Migraine affects more than one billion individuals each year across the world, and is one of the most common neurologic disorders, with a high prevalence and morbidity, especially among young adults and females. Migraine is associated with a wide range of comorbidities, which range from stress and sleep disturbances to suicide. The complex and largely unclear mechanisms of migraine development have resulted in the proposal of various social and biological risk factors, such as hormonal imbalances, genetic and epigenetic influences, as well as cardiovascular, neurological, and autoimmune diseases. This review presents a comprehensive review of the most up-to-date literature on the epidemiology, and risk factors, as well as highlighting the gaps in our knowledge.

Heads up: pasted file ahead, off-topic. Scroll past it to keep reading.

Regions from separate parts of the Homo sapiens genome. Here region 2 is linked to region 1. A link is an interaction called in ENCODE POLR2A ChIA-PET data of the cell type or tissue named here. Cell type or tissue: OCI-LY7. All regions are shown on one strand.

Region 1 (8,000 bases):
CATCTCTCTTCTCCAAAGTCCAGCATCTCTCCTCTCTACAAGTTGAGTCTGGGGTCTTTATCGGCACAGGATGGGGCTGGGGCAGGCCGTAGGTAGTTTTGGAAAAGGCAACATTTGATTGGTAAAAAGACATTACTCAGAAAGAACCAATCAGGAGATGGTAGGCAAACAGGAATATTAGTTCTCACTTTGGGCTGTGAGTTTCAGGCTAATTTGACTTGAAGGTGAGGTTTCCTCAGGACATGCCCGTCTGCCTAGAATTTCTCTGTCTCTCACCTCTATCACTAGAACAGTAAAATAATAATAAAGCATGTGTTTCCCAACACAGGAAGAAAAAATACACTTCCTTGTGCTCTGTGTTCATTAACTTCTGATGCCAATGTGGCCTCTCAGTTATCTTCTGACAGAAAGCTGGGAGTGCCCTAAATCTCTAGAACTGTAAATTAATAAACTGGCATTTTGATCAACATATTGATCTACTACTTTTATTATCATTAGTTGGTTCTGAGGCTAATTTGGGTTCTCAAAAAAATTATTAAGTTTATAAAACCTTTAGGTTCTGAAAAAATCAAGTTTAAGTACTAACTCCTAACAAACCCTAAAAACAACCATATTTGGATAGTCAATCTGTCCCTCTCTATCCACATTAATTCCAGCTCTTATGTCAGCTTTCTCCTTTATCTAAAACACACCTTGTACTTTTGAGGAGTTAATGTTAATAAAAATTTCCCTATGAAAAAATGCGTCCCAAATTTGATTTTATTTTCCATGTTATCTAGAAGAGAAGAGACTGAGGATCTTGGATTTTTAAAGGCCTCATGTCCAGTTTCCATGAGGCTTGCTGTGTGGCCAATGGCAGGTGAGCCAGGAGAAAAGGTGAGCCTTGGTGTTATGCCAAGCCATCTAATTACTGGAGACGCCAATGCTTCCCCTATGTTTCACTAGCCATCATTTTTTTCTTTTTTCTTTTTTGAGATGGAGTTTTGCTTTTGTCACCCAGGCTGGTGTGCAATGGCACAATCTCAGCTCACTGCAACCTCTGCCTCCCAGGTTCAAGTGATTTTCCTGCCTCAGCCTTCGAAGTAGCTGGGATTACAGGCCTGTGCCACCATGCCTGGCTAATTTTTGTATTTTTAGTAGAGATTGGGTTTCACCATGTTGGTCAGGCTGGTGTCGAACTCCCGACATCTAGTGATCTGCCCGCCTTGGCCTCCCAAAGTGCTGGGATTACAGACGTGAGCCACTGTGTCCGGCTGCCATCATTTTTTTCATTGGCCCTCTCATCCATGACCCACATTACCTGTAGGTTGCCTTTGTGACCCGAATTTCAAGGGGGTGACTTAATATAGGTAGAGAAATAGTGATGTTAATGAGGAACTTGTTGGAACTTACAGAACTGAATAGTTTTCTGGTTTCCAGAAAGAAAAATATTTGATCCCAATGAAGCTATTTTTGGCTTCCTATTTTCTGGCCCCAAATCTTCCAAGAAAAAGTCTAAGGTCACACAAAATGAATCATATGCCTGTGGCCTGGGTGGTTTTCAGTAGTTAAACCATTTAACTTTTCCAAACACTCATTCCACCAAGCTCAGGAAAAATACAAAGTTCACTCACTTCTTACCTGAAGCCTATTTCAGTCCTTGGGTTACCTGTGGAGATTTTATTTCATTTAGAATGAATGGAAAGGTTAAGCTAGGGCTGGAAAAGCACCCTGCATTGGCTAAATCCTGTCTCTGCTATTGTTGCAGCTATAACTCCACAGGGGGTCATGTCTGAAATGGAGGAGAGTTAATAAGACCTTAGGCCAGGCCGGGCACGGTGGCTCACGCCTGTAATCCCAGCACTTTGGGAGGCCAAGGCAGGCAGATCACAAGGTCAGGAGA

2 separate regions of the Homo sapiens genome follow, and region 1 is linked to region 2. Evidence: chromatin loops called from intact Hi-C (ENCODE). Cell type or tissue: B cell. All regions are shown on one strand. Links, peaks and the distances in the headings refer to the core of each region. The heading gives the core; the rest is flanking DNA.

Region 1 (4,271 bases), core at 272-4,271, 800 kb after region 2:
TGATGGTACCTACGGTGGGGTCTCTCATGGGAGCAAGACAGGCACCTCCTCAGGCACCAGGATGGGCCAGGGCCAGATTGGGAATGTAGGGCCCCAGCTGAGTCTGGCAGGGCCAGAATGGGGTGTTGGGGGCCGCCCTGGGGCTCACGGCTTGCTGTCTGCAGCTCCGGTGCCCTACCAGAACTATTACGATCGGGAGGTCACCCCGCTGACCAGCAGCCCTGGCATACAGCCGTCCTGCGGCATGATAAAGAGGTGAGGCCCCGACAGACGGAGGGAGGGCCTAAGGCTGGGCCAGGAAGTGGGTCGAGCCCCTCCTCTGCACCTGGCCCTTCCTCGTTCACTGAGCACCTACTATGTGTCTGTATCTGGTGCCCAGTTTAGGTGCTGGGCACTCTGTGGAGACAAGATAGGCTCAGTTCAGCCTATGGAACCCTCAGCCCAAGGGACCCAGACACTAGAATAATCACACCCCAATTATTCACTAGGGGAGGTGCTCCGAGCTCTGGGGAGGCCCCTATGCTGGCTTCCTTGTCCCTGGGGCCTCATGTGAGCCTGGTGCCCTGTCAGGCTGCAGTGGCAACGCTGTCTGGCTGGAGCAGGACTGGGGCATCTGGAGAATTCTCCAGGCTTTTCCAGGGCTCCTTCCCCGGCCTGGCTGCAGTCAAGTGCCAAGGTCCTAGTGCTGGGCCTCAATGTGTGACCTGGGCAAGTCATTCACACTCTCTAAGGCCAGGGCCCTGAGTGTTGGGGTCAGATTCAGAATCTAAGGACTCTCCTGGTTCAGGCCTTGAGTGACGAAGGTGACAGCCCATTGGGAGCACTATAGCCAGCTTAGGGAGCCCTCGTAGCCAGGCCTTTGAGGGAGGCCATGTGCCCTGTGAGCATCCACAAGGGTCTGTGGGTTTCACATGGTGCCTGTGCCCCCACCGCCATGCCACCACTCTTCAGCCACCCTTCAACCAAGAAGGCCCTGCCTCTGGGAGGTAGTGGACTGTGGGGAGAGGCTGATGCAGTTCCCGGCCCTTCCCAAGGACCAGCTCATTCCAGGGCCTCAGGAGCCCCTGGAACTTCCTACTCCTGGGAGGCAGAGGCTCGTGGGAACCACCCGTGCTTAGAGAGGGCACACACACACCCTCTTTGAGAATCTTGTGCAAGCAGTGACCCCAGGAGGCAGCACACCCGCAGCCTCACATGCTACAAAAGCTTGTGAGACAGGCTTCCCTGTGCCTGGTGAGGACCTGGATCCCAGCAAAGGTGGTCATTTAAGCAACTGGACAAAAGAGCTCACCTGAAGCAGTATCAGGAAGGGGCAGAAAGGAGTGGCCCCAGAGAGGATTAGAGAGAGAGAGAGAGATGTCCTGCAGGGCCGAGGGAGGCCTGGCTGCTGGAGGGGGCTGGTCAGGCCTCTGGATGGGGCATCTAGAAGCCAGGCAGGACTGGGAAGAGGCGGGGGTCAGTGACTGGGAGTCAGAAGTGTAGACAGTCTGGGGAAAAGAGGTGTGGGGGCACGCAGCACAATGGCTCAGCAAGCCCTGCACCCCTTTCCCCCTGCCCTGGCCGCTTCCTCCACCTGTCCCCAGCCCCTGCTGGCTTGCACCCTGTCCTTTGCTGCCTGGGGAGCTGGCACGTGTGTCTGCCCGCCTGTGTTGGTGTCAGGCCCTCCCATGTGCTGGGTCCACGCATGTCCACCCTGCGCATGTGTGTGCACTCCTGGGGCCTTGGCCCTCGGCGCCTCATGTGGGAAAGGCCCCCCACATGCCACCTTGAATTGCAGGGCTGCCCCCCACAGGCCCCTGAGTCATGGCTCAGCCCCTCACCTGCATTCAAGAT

- narrative review
- risk factors